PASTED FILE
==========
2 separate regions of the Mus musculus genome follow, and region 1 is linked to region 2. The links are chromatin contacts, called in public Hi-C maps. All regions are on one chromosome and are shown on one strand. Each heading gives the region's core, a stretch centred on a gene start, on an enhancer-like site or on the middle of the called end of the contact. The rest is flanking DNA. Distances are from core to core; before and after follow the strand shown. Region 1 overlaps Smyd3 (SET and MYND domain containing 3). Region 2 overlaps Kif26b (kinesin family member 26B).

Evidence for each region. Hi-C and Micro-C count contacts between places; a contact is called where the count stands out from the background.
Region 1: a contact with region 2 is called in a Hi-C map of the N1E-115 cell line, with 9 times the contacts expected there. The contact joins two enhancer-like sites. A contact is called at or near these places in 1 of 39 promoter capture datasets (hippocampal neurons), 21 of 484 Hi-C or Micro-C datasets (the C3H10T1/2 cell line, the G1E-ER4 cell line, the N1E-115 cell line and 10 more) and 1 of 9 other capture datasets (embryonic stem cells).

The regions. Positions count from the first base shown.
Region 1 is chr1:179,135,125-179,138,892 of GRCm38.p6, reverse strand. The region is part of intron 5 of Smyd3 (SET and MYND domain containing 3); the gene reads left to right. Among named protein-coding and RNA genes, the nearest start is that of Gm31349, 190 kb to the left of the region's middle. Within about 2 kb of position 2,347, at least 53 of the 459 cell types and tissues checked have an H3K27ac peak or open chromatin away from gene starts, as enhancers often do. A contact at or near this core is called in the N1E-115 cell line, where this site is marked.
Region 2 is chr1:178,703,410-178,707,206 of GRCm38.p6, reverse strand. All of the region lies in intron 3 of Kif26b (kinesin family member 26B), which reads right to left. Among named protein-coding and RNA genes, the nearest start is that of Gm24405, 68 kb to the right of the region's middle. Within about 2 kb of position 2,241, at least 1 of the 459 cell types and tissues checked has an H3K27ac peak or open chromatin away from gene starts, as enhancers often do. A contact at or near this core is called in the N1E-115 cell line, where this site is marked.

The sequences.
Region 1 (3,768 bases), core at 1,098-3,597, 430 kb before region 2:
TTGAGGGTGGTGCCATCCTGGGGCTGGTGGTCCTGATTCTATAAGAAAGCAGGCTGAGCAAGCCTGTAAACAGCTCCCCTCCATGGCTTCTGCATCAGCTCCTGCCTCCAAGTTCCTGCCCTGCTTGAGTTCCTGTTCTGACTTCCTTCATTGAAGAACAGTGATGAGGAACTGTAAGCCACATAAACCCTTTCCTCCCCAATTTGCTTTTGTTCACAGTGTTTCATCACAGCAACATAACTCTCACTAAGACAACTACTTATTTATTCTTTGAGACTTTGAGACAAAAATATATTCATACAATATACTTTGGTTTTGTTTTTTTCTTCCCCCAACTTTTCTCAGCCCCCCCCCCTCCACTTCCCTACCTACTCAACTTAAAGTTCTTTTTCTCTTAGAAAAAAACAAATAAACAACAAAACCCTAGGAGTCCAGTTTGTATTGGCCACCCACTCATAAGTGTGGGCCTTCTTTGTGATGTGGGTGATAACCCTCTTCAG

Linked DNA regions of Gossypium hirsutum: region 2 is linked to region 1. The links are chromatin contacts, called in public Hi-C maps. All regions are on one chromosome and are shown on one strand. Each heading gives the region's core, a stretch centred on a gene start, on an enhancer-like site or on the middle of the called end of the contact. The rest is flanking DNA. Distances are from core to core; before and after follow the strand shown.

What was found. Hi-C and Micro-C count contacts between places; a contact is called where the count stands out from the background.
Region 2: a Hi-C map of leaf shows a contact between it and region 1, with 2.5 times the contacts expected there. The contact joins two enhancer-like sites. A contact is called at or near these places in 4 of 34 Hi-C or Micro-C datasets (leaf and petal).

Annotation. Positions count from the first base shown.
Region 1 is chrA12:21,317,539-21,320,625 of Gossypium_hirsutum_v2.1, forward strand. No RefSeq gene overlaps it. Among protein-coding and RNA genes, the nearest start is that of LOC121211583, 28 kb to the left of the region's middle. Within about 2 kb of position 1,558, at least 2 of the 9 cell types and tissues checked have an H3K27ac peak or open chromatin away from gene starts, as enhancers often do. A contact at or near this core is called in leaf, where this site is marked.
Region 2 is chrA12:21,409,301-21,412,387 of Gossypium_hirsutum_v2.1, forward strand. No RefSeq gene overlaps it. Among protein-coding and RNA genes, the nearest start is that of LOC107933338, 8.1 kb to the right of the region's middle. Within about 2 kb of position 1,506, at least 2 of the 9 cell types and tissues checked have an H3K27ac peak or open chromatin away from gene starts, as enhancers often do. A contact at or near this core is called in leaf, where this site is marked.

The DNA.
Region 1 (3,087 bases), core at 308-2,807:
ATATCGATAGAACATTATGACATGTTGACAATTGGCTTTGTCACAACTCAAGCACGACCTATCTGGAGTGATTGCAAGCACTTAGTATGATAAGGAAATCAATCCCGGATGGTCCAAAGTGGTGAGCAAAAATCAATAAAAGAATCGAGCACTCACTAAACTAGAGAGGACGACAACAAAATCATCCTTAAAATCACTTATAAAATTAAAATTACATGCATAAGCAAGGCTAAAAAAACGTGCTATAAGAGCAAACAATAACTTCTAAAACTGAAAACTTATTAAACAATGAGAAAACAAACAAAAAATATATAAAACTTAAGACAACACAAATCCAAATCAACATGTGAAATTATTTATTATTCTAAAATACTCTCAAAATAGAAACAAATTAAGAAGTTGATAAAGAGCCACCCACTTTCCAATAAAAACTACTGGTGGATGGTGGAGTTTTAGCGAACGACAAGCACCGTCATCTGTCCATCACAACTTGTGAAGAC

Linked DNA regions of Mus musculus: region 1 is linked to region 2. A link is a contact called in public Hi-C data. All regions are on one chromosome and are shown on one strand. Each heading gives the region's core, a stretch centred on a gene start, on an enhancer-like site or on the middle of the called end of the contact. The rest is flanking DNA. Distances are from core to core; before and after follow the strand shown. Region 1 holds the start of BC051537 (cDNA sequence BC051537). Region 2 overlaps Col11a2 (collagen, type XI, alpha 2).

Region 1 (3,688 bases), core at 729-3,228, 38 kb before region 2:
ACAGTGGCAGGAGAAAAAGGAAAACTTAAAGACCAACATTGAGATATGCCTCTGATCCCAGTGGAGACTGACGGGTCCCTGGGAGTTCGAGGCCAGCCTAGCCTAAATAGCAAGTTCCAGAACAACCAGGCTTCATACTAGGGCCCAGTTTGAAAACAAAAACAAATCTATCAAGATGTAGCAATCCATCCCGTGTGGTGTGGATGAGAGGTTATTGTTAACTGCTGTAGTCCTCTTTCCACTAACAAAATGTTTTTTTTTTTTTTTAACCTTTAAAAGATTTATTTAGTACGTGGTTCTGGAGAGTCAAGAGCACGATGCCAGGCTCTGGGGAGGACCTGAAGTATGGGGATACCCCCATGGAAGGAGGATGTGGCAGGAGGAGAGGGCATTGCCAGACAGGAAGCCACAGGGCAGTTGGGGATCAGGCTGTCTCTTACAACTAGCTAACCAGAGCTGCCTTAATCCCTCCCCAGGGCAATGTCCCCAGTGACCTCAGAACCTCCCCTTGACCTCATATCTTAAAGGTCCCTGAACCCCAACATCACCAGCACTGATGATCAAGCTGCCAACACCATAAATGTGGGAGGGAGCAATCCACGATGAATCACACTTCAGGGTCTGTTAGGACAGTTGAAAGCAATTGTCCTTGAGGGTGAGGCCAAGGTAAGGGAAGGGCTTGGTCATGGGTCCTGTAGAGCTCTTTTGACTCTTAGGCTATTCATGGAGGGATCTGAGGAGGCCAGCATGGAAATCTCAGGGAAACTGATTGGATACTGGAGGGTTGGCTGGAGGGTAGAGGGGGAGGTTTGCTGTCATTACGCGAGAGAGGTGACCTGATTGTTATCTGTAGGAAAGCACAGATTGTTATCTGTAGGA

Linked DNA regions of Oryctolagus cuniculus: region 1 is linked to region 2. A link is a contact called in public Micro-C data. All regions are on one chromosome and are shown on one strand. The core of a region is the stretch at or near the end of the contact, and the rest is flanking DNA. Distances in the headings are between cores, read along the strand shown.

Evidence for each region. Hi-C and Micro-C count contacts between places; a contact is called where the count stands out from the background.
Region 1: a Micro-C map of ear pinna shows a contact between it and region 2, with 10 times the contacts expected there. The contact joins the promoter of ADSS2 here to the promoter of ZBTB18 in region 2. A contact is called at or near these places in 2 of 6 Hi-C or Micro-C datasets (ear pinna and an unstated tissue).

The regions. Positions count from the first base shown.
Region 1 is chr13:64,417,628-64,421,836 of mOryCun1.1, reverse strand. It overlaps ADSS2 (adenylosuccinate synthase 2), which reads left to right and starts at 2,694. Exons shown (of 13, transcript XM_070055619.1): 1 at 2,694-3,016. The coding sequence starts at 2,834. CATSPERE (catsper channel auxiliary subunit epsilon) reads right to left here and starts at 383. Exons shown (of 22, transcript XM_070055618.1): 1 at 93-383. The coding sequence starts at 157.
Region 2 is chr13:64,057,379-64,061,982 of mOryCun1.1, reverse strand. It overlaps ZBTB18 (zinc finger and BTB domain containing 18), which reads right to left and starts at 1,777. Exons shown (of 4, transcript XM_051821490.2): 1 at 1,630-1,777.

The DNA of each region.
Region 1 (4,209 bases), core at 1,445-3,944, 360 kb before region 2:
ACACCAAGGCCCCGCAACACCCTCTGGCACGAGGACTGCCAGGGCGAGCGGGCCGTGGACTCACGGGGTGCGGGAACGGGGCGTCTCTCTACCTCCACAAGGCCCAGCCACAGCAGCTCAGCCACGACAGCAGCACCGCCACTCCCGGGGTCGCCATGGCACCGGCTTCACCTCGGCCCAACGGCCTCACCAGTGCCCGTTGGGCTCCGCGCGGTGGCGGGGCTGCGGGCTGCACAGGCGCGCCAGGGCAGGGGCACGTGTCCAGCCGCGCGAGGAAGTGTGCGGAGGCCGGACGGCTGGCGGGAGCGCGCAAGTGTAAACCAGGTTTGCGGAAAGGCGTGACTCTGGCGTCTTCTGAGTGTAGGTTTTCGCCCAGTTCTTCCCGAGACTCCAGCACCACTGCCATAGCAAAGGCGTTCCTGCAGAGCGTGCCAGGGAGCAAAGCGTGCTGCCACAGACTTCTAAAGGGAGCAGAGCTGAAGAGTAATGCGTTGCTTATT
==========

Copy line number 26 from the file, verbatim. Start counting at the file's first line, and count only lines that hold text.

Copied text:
Region 1 is chr13:64,417,628-64,421,836 of mOryCun1.1, reverse strand. It overlaps ADSS2 (adenylosuccinate synthase 2), which reads left to right and starts at 2,694. Exons shown (of 13, transcript XM_070055619.1): 1 at 2,694-3,016. The coding sequence starts at 2,834. CATSPERE (catsper channel auxiliary subunit epsilon) reads right to left here and starts at 383. Exons shown (of 22, transcript XM_070055618.1): 1 at 93-383. The coding sequence starts at 157.